New council Airbnb rules easy to dodge, researcher says

by Kim Bowden - Aug 02, 2023

Tighter controls on Airbnb in district plans lack teeth because it is labour intensive for councils to chase those breaking the rules, but it doesn’t have to be that way, a researcher says.

Christchurch City Council last week received an Environment Court decision allowing it to finally beef up regulation of short-term accommodation after months of legal challenge by Airbnb.

The problem is the new rules, like those introduced earlier in the year in the Queenstown Lakes District, rely heavily on good faith.

Lincoln University Associate Professor Anthony Brien, an expert witness for accommodation providers during the court proceedings, says plenty of other cities and towns around the world force Airbnb to hand over data on accommodation providers.

Here, the impetus is on home owners to do the right thing.

“What happens overseas, though, is Airbnb, as they’re the major player in this, have agreed with local authorities that they will not allow someone to go on to their Airbnb site and put their house or room on unless they have a registration number from the local authority,” Mr Brien says.

“That way the local authority knows who's in the game.”

In cities, like Vancouver and London, if a property owner is not allowed to rent a room or a unit or a home out for more than 90 nights in a year, then Airbnb in those jurisdictions will not allow the accommodation to be listed as available for any more than that, Mr Brien says.

“So if your Airbnb is up there and it's done 89 then 90 days and then you try and put it back up for 91, the system won't let you.

“Airbnb have agreed to that.”

He sees no reason why such regulatory back-ups would not be doable in a Kiwi context.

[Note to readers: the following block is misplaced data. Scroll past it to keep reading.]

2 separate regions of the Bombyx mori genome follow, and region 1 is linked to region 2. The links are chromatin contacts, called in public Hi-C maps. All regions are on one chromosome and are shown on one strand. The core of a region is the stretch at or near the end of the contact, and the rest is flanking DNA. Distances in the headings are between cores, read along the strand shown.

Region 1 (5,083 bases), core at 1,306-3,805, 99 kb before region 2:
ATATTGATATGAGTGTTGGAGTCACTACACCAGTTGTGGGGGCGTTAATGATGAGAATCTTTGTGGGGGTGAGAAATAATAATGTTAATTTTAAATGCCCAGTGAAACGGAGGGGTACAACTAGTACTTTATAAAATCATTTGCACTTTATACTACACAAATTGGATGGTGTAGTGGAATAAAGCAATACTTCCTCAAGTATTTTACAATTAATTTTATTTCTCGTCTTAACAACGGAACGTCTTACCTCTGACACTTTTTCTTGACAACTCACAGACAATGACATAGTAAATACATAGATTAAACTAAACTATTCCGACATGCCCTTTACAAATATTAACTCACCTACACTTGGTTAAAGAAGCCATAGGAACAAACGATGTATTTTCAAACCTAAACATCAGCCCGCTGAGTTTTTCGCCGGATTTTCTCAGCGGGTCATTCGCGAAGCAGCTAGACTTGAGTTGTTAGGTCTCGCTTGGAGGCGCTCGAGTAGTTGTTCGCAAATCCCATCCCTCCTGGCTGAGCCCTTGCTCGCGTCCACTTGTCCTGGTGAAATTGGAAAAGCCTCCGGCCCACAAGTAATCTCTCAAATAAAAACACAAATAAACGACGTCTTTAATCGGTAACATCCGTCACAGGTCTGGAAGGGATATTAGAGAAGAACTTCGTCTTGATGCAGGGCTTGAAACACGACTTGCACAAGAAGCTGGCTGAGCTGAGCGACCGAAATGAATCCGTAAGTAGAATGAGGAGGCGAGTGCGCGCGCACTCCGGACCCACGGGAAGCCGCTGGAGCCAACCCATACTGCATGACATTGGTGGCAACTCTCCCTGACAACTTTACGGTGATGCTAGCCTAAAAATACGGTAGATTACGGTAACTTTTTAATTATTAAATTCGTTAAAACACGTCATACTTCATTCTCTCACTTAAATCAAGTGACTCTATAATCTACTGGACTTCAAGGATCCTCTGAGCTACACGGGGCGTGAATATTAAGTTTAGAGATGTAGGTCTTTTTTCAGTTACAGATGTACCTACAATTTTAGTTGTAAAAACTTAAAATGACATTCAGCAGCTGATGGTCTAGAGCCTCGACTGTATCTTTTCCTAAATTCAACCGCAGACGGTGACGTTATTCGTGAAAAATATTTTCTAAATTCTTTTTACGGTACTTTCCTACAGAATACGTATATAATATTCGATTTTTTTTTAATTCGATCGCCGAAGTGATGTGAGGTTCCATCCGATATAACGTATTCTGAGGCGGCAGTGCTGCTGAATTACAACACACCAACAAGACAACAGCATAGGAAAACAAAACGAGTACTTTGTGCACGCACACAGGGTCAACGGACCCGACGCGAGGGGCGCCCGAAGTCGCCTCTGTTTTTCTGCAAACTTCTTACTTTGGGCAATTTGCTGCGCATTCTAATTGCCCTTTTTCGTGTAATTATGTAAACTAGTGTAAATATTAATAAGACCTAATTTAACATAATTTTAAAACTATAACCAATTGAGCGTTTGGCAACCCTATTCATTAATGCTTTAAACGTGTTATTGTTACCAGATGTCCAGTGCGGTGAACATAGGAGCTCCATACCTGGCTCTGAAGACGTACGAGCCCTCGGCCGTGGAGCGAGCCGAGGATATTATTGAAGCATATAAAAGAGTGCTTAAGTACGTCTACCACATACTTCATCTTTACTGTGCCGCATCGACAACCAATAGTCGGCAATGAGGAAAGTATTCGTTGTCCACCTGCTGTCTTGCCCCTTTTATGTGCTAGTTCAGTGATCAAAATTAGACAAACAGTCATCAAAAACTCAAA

“The technology is there to make this nice and clean and easy...but it needs willing parties.”

It is his view a national directive is needed, rather than individual councils having to take on the likes of Airbnb solo – like Queenstown Lakes and Christchurch City Councils have done - often racking up expensive legal bills for ratepayers in the process.

Under Christchurch’s new rules, in most residential and rural zones, hosted visitor accommodation will generally be a permitted activity, meaning property owners who live on site and rent out a room or two will not need a resource consent, provided they don’t have more than eight guests.

However they will be required to notify the council and keep records of the number of nights they rent rooms out for.

If people rent a property to visitors and don’t live on site they are allowed a maximum of 60 nights per year – or 180 in a rural area - without needing a resource consent, but that comes with conditions including a maximum of eight guests, notifying the council, keeping records, providing visitors with clear instructions and appointing a local person to manage the property.

More than 60 nights per year – or 180 in a rural area - or more than eight guests, and a resource consent is required.

The new rules do not impact on anyone who has been renting a room lawfully up until now.

But it is the view of Mr Brien the rules lack teeth without buy-in from peer-to-peer accommodation hosting platforms like Airbnb.

"The rules are there, but 'can you dodge them?' - it appears you can."

A summary of Christchurch City Council’s new short-term accommodation rules can be found here; Queenstown Lakes District Council's are here.

Crux has approached the Queenstown Lakes District Council for comment on the Christchurch council's new rules and how they match up, or not, with its own.

However, the council says it is not appropriate for its staff to provide an explainer like that.

At last count (in May), the council had 1,396 homes registered as short-term visitor accommodation.

"It’s important to remember that just because a property is registered, or has a resource consent, or is even listed on a website like Airbnb, doesn’t mean it’s operating as residential visitor accommodation at this specific time; it might be being rented long-term or sitting empty - owners can opt in and out as they wish," a council spokesperson says.

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